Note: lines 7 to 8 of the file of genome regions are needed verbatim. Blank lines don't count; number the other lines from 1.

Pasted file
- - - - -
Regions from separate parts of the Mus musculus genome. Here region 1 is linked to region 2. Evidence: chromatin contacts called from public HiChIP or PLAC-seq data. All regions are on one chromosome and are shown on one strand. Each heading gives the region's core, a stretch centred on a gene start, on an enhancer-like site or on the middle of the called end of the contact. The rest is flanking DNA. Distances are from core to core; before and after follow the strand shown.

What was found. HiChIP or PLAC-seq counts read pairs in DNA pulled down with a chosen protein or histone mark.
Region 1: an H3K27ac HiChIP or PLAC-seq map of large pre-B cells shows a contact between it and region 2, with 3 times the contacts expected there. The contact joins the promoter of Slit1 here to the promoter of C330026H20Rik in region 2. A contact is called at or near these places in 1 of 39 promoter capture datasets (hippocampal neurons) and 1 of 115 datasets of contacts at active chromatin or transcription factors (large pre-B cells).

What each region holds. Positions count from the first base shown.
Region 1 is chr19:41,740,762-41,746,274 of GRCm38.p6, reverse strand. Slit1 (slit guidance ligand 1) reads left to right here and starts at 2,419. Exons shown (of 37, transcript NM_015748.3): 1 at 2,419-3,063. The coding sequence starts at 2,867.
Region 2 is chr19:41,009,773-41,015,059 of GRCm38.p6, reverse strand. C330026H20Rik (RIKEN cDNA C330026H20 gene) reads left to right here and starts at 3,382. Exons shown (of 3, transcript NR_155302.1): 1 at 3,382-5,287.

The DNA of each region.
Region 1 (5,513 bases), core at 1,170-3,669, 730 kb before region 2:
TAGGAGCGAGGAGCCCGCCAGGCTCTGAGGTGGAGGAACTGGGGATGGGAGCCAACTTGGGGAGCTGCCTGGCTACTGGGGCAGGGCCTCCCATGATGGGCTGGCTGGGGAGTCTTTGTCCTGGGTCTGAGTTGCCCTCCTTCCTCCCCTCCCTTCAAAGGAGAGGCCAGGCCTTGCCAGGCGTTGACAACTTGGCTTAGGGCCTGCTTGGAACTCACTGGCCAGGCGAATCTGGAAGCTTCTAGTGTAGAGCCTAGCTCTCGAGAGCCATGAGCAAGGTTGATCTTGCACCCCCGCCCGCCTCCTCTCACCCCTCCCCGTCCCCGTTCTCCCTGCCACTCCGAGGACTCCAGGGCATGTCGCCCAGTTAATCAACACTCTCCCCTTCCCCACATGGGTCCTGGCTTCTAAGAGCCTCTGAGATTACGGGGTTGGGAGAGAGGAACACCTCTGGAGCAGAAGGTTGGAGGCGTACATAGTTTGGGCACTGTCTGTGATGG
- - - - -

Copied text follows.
The DNA of each region.
Region 1 (5,513 bases), core at 1,170-3,669, 730 kb before region 2: